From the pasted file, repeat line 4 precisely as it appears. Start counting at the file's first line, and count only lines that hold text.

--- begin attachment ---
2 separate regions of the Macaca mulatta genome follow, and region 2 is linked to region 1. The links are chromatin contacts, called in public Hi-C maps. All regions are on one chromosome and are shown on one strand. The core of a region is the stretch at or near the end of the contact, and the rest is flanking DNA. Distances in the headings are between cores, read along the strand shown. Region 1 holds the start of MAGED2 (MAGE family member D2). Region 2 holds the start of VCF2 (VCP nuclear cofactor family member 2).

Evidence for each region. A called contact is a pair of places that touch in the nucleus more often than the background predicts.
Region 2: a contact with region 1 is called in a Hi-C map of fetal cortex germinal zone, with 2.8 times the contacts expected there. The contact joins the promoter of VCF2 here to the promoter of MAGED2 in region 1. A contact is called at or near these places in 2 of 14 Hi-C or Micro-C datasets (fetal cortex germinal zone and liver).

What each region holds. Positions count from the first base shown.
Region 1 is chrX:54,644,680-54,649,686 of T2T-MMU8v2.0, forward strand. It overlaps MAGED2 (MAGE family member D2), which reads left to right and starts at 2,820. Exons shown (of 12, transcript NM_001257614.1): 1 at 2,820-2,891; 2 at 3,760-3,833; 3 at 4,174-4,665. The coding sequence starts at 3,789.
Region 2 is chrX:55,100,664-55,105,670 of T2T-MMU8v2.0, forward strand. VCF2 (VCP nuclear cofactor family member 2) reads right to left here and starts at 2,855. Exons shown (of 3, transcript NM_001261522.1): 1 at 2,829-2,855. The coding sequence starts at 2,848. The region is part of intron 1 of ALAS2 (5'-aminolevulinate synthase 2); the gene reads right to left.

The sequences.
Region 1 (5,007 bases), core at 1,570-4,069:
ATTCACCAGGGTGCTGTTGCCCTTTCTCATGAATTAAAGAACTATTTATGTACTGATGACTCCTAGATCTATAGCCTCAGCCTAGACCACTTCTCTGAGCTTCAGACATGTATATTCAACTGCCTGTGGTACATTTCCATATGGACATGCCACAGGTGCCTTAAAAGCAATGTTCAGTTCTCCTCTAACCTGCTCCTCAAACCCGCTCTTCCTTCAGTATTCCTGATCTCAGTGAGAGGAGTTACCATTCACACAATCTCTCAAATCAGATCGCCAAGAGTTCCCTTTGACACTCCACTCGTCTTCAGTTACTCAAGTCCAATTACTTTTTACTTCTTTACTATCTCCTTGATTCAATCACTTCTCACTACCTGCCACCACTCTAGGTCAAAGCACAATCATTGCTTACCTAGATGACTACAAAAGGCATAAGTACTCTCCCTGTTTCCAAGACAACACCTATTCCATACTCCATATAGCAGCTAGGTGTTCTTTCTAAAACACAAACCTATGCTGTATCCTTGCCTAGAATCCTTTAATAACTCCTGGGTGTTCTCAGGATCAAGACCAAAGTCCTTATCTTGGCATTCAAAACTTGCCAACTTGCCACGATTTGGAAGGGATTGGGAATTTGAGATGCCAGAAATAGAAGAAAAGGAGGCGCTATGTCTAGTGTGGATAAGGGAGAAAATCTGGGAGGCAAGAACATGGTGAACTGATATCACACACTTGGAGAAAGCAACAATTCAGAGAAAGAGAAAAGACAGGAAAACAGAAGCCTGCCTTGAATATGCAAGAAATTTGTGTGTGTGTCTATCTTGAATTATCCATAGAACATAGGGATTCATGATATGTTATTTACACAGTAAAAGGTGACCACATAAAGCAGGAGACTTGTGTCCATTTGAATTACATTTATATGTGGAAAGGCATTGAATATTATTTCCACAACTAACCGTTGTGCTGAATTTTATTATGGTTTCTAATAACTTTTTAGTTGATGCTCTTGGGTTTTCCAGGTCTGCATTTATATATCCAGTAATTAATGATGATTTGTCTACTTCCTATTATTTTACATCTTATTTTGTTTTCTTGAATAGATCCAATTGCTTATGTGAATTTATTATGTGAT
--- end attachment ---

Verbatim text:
What each region holds. Positions count from the first base shown.